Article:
The article, Daddy by Sylvia Plath meaning, will give you a better understanding and in-depth analysis of one of Plath’s most famous poetic piece.
Daddy, a dramatic monologue written by Sylvia Plath and originally published in her 1960 book The Colossus and Other Poems, has become one of the most famous poems in all of English literature.
Although it has sometimes been regarded as Sylvia Plath’s most disturbing and confessional poem, Daddy was written in July 1953, when Plath was twenty-two years old, only two years after she began writing poetry.
Despite its frequent inclusion in anthologies of 20th-century literature, Daddy had remained one of Plath’s least understood poems among critics who had not considered the context of her family life when she wrote it.
A Short Analysis of Daddy
The poem tells the story of an extremely dysfunctional relationship between a daughter and her father. In the first stanza, the speaker informs the reader that Daddy was her nickname for her father, indicating that she clearly saw him as someone who gave her care, comfort, and protection when she was little. The second stanza tells us that Daddy never changed after the speaker grew up, no matter how hard she tried to get him to grow with her.
The other stanzas further highlight the stout and stern behavior of her deceased father. She explains how she has spent thirty years of her life in imprisonment, with no choices of her own. She compares her father with a heavy marble, statue, and devil and with a swastika. Also, she compares him to a German air force, who speak a language that the speaker can’t interpret.
Although her father died when she was just 10, she married a man who resembled her father. Instead of erasing bad memories from her life, her husband added more misery to her life. Unlike a vampire, he drank her blood for seven years. It seems that the speaker has caught into a vicious circle of male dominance.
Major Themes in Daddy
Daddy is a poem that conveys fear, confusion, anger, and even sometimes hope. Daddy is not written in just one tone, but many feelings come out throughout each stanza. In line 1, when Plath says she refers to herself talking to her father, her antagonist in her poem.
From a personal point of view, you can tell how she felt towards him through how she addresses him as daddy as if to say he was like a child and when she uses mine instead, it shows more respect for what he did for her rather than how he does treat her. However, she also calls him a murderer, which would make you think of someone committing homicide or murder, making you feel like an angry son or daughter would feel towards their father.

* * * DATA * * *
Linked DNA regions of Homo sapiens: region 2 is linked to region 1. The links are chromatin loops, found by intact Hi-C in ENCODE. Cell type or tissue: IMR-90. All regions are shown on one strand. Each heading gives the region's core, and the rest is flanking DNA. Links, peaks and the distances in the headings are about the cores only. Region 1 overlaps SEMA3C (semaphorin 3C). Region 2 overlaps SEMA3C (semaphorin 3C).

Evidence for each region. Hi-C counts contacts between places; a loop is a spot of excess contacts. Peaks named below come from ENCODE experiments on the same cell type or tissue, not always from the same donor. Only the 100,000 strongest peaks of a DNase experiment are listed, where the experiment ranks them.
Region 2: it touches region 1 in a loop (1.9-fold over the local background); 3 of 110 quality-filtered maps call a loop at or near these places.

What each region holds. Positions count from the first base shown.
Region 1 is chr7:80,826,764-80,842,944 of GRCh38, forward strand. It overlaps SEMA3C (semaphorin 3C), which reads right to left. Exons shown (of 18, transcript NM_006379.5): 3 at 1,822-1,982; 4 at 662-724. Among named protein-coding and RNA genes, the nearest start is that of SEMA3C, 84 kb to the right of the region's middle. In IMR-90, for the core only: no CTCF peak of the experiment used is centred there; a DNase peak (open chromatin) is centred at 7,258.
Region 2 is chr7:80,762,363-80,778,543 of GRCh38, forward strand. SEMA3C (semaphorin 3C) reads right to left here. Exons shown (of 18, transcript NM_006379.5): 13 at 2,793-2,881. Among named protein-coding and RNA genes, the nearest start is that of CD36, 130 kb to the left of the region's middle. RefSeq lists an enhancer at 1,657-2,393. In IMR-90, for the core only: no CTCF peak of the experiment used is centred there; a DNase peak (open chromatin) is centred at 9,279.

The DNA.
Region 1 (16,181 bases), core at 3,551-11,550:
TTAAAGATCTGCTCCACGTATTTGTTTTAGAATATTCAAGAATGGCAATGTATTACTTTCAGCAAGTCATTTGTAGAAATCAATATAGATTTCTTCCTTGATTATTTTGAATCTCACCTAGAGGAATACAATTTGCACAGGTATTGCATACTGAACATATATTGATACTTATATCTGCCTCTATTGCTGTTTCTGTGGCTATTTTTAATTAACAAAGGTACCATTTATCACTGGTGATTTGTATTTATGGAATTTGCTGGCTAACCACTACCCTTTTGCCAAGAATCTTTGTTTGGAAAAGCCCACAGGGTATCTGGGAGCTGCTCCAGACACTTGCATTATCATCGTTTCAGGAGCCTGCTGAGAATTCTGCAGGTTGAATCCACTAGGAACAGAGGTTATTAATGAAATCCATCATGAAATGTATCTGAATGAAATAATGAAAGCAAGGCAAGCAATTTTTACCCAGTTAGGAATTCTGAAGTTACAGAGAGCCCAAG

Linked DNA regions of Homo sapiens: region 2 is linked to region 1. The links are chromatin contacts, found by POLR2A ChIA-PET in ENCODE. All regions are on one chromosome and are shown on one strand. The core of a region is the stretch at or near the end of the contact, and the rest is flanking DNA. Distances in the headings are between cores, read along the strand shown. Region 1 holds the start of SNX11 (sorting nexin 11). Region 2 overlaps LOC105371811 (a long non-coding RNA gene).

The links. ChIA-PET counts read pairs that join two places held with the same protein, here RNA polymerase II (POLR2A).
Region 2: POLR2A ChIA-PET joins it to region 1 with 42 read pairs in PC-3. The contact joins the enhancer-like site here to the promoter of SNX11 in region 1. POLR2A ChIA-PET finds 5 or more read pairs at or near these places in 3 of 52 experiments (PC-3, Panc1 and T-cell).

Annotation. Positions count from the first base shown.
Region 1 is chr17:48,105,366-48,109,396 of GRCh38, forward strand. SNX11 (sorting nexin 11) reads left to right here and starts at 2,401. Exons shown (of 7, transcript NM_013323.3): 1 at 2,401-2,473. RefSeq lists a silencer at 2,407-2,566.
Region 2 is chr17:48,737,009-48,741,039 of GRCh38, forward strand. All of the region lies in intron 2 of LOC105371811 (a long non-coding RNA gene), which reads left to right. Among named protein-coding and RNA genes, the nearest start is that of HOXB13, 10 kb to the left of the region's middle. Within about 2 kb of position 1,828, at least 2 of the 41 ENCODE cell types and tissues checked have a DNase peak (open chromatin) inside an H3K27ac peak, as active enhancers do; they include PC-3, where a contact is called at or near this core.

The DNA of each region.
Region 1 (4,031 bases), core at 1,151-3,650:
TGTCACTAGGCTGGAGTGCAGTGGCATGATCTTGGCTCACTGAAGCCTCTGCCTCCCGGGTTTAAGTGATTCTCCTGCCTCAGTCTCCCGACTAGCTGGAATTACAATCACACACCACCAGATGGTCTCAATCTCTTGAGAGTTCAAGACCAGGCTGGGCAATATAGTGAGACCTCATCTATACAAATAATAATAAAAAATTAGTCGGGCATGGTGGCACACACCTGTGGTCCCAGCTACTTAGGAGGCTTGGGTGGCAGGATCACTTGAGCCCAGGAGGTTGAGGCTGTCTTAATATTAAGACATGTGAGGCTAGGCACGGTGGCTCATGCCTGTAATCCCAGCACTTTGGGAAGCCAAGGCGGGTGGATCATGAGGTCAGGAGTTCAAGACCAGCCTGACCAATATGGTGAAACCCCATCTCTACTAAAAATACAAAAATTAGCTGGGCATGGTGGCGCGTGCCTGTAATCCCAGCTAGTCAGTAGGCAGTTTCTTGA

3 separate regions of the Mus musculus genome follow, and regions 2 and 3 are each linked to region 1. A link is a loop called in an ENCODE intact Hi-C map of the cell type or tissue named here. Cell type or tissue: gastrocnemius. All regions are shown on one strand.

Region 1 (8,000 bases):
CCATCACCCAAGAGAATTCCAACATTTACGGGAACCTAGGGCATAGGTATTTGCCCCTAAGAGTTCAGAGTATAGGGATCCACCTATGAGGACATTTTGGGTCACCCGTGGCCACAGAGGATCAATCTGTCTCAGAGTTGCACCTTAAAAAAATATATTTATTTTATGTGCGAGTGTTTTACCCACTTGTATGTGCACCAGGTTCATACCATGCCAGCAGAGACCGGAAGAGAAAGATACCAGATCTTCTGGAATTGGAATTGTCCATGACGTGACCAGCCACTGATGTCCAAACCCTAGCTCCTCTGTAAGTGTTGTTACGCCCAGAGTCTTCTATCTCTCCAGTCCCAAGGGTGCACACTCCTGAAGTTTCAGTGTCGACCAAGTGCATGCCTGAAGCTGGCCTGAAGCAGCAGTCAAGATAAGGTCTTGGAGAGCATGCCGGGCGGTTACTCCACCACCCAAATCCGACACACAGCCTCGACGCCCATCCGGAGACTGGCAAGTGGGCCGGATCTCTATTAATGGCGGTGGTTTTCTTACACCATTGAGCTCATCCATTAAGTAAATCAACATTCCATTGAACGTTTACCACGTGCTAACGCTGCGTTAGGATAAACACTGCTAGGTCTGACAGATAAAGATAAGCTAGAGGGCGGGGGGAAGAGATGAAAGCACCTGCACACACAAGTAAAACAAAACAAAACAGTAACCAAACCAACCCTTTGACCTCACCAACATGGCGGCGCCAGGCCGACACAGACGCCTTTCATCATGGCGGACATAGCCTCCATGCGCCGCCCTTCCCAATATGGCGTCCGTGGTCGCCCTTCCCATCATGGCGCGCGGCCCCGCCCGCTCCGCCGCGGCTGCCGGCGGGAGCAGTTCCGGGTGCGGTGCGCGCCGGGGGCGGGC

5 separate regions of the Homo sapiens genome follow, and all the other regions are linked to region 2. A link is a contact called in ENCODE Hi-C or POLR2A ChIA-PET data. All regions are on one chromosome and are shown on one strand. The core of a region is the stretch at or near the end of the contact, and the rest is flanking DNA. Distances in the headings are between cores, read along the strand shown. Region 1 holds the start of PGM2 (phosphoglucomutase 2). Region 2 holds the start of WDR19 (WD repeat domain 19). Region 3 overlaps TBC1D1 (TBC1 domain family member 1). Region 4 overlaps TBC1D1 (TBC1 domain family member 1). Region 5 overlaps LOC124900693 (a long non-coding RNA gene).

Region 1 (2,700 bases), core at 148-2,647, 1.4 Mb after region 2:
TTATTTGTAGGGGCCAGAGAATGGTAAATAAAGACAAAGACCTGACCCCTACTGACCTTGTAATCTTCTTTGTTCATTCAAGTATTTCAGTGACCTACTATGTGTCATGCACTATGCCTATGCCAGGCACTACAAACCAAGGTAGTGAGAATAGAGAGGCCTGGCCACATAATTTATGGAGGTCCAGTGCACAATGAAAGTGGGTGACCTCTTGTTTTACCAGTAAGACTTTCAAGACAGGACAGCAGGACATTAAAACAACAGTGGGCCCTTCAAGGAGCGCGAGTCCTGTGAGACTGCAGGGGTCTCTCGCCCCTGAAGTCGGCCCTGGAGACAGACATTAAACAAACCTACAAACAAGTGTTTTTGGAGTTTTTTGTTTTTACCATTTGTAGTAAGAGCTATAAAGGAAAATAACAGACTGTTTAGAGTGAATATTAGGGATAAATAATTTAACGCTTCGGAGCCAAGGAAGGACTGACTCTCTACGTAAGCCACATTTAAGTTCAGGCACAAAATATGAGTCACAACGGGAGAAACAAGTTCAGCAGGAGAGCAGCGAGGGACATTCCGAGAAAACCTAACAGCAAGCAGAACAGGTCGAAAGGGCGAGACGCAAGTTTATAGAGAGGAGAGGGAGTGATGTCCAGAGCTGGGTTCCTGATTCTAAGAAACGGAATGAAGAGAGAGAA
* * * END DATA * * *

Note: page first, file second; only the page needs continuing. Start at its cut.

The way she mentions death, it seems that it isn’t something new because her father may have been abusive before, so maybe he had almost killed his family multiple times. Therefore being used to death around him, however, with all these violent characteristics, there is still hope about whether he will change or go back to being his sweet old self again.
Analysis of Poetic Elements Used in Daddy
Literary and poetic techniques are used to bring uniqueness and depth in a simple poetic piece. Sylvia Plath has inserted various devices in the poem to give voice to her unexpressed emotions. The analysis of the devices used in the poem is as follows.
- Assonance: Assonance is the repetition of vowel sounds in a quick succession such as the sound of /e/ and /o/ in “bean green over” and “town is common.”
- Anaphora: Anaphora refers the repetition of same word or words to emphasize the point. Sylvia Plath has repeated the word “I” throughout the poem.
- Imagery: imagery is using impressive and jaw dropping images to appeal to the reader’s senses. Sylvia has used this device effectively in the poem such as; “fat black heart” and “drank my blood.”
- Metaphor: Sylvia Plath has used misery and death as an extended metaphor in the poem to show how problems lead a person toward deadly paths.
Symbolism: Symbolism is using symbols to convey ideas and emotions. Sylvia has used various symbols in the poem such as dominance, power, patriarchal norms, misery and pain.